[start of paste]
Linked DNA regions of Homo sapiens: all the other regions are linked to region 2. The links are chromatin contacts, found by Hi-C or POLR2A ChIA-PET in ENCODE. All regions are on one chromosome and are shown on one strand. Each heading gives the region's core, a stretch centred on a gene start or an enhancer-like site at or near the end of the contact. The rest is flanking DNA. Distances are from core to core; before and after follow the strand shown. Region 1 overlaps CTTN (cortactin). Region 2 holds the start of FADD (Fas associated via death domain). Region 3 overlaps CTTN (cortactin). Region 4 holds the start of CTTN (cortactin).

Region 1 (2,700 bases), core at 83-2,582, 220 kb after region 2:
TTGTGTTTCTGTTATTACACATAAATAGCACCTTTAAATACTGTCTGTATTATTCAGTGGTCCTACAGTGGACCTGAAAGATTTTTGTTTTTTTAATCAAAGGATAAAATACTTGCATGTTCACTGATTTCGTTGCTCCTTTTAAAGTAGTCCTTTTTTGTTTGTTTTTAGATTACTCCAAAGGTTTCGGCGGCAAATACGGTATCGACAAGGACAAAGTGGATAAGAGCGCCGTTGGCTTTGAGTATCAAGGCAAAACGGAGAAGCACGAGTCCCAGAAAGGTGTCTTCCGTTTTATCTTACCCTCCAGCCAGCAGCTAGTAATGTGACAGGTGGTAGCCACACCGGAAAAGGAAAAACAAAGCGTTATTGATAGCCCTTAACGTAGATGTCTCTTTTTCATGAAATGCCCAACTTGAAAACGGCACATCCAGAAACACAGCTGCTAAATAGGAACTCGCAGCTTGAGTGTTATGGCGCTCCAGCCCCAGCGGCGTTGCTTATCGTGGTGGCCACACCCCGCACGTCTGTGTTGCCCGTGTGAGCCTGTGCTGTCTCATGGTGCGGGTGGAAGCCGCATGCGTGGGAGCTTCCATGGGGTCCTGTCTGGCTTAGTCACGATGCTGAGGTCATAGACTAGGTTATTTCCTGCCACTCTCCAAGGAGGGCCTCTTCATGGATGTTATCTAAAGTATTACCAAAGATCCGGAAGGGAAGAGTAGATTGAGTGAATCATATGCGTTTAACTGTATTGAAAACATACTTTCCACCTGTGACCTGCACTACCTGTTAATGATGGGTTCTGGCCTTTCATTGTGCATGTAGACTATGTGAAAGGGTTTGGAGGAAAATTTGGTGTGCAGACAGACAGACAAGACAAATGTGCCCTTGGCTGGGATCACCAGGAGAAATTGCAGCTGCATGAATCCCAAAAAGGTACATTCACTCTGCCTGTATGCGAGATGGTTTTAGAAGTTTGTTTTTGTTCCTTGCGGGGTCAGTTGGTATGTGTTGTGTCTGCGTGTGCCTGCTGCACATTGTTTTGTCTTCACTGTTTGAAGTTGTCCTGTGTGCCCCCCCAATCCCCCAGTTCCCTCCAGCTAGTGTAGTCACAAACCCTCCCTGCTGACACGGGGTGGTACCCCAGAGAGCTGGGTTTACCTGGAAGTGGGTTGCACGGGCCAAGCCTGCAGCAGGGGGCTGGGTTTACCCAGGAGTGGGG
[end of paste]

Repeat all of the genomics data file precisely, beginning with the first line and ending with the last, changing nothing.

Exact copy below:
Linked DNA regions of Homo sapiens: all the other regions are linked to region 2. The links are chromatin contacts, found by Hi-C or POLR2A ChIA-PET in ENCODE. All regions are on one chromosome and are shown on one strand. Each heading gives the region's core, a stretch centred on a gene start or an enhancer-like site at or near the end of the contact. The rest is flanking DNA. Distances are from core to core; before and after follow the strand shown. Region 1 overlaps CTTN (cortactin). Region 2 holds the start of FADD (Fas associated via death domain). Region 3 overlaps CTTN (cortactin). Region 4 holds the start of CTTN (cortactin).

Region 1 (2,700 bases), core at 83-2,582, 220 kb after region 2:
TTGTGTTTCTGTTATTACACATAAATAGCACCTTTAAATACTGTCTGTATTATTCAGTGGTCCTACAGTGGACCTGAAAGATTTTTGTTTTTTTAATCAAAGGATAAAATACTTGCATGTTCACTGATTTCGTTGCTCCTTTTAAAGTAGTCCTTTTTTGTTTGTTTTTAGATTACTCCAAAGGTTTCGGCGGCAAATACGGTATCGACAAGGACAAAGTGGATAAGAGCGCCGTTGGCTTTGAGTATCAAGGCAAAACGGAGAAGCACGAGTCCCAGAAAGGTGTCTTCCGTTTTATCTTACCCTCCAGCCAGCAGCTAGTAATGTGACAGGTGGTAGCCACACCGGAAAAGGAAAAACAAAGCGTTATTGATAGCCCTTAACGTAGATGTCTCTTTTTCATGAAATGCCCAACTTGAAAACGGCACATCCAGAAACACAGCTGCTAAATAGGAACTCGCAGCTTGAGTGTTATGGCGCTCCAGCCCCAGCGGCGTTGCTTATCGTGGTGGCCACACCCCGCACGTCTGTGTTGCCCGTGTGAGCCTGTGCTGTCTCATGGTGCGGGTGGAAGCCGCATGCGTGGGAGCTTCCATGGGGTCCTGTCTGGCTTAGTCACGATGCTGAGGTCATAGACTAGGTTATTTCCTGCCACTCTCCAAGGAGGGCCTCTTCATGGATGTTATCTAAAGTATTACCAAAGATCCGGAAGGGAAGAGTAGATTGAGTGAATCATATGCGTTTAACTGTATTGAAAACATACTTTCCACCTGTGACCTGCACTACCTGTTAATGATGGGTTCTGGCCTTTCATTGTGCATGTAGACTATGTGAAAGGGTTTGGAGGAAAATTTGGTGTGCAGACAGACAGACAAGACAAATGTGCCCTTGGCTGGGATCACCAGGAGAAATTGCAGCTGCATGAATCCCAAAAAGGTACATTCACTCTGCCTGTATGCGAGATGGTTTTAGAAGTTTGTTTTTGTTCCTTGCGGGGTCAGTTGGTATGTGTTGTGTCTGCGTGTGCCTGCTGCACATTGTTTTGTCTTCACTGTTTGAAGTTGTCCTGTGTGCCCCCCCAATCCCCCAGTTCCCTCCAGCTAGTGTAGTCACAAACCCTCCCTGCTGACACGGGGTGGTACCCCAGAGAGCTGGGTTTACCTGGAAGTGGGTTGCACGGGCCAAGCCTGCAGCAGGGGGCTGGGTTTACCCAGGAGTGGGG